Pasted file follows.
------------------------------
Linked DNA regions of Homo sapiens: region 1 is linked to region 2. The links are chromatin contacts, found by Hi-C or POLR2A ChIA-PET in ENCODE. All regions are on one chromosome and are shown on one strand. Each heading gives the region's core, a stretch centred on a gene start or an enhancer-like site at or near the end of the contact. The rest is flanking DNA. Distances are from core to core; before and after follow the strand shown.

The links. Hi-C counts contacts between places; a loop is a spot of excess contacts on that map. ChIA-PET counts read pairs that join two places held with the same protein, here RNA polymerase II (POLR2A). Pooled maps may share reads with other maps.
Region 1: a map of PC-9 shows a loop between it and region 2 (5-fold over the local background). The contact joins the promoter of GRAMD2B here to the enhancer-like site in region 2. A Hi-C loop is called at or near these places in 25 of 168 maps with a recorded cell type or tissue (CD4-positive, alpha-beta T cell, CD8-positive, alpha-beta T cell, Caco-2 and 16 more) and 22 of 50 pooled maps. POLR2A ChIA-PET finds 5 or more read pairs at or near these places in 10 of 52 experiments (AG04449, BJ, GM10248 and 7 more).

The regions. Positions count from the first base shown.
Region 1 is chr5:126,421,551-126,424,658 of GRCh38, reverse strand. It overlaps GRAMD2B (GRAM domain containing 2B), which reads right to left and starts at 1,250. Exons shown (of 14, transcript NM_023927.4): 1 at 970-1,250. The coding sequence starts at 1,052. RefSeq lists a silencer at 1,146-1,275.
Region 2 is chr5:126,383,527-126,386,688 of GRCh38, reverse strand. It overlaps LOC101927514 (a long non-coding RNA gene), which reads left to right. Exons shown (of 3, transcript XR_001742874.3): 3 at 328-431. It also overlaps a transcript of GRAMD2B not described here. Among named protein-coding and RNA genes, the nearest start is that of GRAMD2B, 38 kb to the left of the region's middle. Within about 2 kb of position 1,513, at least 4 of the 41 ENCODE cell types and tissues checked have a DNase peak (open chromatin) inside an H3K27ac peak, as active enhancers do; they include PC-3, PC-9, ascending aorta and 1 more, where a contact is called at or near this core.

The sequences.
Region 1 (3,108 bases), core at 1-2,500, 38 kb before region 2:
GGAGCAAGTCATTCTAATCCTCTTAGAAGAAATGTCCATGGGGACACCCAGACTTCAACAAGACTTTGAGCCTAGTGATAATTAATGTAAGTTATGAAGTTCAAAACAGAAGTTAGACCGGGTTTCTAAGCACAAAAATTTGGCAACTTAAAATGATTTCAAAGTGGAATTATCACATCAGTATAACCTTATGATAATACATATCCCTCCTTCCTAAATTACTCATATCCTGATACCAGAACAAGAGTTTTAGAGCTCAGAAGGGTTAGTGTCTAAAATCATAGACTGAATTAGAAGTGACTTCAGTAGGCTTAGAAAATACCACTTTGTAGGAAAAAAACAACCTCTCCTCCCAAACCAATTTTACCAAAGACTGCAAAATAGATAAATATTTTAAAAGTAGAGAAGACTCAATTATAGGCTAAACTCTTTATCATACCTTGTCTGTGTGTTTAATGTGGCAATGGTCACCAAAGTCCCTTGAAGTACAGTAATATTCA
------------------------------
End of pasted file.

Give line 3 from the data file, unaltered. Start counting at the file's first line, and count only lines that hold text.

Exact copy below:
Region 1: a map of PC-9 shows a loop between it and region 2 (5-fold over the local background). The contact joins the promoter of GRAMD2B here to the enhancer-like site in region 2. A Hi-C loop is called at or near these places in 25 of 168 maps with a recorded cell type or tissue (CD4-positive, alpha-beta T cell, CD8-positive, alpha-beta T cell, Caco-2 and 16 more) and 22 of 50 pooled maps. POLR2A ChIA-PET finds 5 or more read pairs at or near these places in 10 of 52 experiments (AG04449, BJ, GM10248 and 7 more).